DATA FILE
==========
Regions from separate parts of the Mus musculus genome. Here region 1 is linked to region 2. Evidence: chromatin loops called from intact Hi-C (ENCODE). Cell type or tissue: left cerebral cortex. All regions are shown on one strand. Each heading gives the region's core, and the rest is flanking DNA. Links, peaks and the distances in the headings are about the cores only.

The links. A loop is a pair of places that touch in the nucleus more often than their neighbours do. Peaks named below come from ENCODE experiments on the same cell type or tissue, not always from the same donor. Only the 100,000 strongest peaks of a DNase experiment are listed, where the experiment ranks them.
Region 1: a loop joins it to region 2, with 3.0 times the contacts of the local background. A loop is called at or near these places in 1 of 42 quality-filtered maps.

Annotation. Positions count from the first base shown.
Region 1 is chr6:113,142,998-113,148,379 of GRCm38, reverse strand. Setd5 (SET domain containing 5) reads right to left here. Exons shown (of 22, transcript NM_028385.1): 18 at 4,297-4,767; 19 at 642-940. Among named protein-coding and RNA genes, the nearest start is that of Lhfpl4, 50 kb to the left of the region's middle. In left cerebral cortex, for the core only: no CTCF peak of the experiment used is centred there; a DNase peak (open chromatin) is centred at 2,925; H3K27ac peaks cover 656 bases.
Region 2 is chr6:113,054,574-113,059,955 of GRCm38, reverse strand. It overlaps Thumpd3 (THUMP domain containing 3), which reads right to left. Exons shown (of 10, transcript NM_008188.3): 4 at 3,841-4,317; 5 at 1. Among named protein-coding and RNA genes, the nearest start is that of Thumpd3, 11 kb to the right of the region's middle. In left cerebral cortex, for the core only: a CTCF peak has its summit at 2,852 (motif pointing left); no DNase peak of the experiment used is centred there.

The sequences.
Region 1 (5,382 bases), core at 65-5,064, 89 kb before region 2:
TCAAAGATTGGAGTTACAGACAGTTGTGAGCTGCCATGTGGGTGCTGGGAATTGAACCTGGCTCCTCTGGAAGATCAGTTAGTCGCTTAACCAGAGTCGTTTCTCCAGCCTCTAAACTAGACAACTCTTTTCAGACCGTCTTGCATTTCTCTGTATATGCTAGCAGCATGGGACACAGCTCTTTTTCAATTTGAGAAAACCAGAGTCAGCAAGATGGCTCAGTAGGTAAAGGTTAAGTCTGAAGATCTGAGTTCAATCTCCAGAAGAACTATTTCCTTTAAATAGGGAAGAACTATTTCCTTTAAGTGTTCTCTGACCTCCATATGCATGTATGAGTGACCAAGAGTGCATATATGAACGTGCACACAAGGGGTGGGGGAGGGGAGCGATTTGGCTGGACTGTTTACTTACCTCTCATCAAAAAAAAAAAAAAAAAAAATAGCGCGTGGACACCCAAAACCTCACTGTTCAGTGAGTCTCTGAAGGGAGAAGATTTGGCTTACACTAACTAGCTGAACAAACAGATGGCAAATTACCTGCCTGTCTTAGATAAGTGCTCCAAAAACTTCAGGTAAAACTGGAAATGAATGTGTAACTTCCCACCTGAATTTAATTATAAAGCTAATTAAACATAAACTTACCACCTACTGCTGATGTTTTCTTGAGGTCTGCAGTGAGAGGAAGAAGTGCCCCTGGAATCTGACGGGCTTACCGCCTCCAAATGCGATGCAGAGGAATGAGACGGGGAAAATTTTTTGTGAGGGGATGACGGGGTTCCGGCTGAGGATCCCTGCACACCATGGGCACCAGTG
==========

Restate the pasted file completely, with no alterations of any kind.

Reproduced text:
Regions from separate parts of the Mus musculus genome. Here region 1 is linked to region 2. Evidence: chromatin loops called from intact Hi-C (ENCODE). Cell type or tissue: left cerebral cortex. All regions are shown on one strand. Each heading gives the region's core, and the rest is flanking DNA. Links, peaks and the distances in the headings are about the cores only.

The links. A loop is a pair of places that touch in the nucleus more often than their neighbours do. Peaks named below come from ENCODE experiments on the same cell type or tissue, not always from the same donor. Only the 100,000 strongest peaks of a DNase experiment are listed, where the experiment ranks them.
Region 1: a loop joins it to region 2, with 3.0 times the contacts of the local background. A loop is called at or near these places in 1 of 42 quality-filtered maps.

Annotation. Positions count from the first base shown.
Region 1 is chr6:113,142,998-113,148,379 of GRCm38, reverse strand. Setd5 (SET domain containing 5) reads right to left here. Exons shown (of 22, transcript NM_028385.1): 18 at 4,297-4,767; 19 at 642-940. Among named protein-coding and RNA genes, the nearest start is that of Lhfpl4, 50 kb to the left of the region's middle. In left cerebral cortex, for the core only: no CTCF peak of the experiment used is centred there; a DNase peak (open chromatin) is centred at 2,925; H3K27ac peaks cover 656 bases.
Region 2 is chr6:113,054,574-113,059,955 of GRCm38, reverse strand. It overlaps Thumpd3 (THUMP domain containing 3), which reads right to left. Exons shown (of 10, transcript NM_008188.3): 4 at 3,841-4,317; 5 at 1. Among named protein-coding and RNA genes, the nearest start is that of Thumpd3, 11 kb to the right of the region's middle. In left cerebral cortex, for the core only: a CTCF peak has its summit at 2,852 (motif pointing left); no DNase peak of the experiment used is centred there.

The sequences.
Region 1 (5,382 bases), core at 65-5,064, 89 kb before region 2:
TCAAAGATTGGAGTTACAGACAGTTGTGAGCTGCCATGTGGGTGCTGGGAATTGAACCTGGCTCCTCTGGAAGATCAGTTAGTCGCTTAACCAGAGTCGTTTCTCCAGCCTCTAAACTAGACAACTCTTTTCAGACCGTCTTGCATTTCTCTGTATATGCTAGCAGCATGGGACACAGCTCTTTTTCAATTTGAGAAAACCAGAGTCAGCAAGATGGCTCAGTAGGTAAAGGTTAAGTCTGAAGATCTGAGTTCAATCTCCAGAAGAACTATTTCCTTTAAATAGGGAAGAACTATTTCCTTTAAGTGTTCTCTGACCTCCATATGCATGTATGAGTGACCAAGAGTGCATATATGAACGTGCACACAAGGGGTGGGGGAGGGGAGCGATTTGGCTGGACTGTTTACTTACCTCTCATCAAAAAAAAAAAAAAAAAAAATAGCGCGTGGACACCCAAAACCTCACTGTTCAGTGAGTCTCTGAAGGGAGAAGATTTGGCTTACACTAACTAGCTGAACAAACAGATGGCAAATTACCTGCCTGTCTTAGATAAGTGCTCCAAAAACTTCAGGTAAAACTGGAAATGAATGTGTAACTTCCCACCTGAATTTAATTATAAAGCTAATTAAACATAAACTTACCACCTACTGCTGATGTTTTCTTGAGGTCTGCAGTGAGAGGAAGAAGTGCCCCTGGAATCTGACGGGCTTACCGCCTCCAAATGCGATGCAGAGGAATGAGACGGGGAAAATTTTTTGTGAGGGGATGACGGGGTTCCGGCTGAGGATCCCTGCACACCATGGGCACCAGTG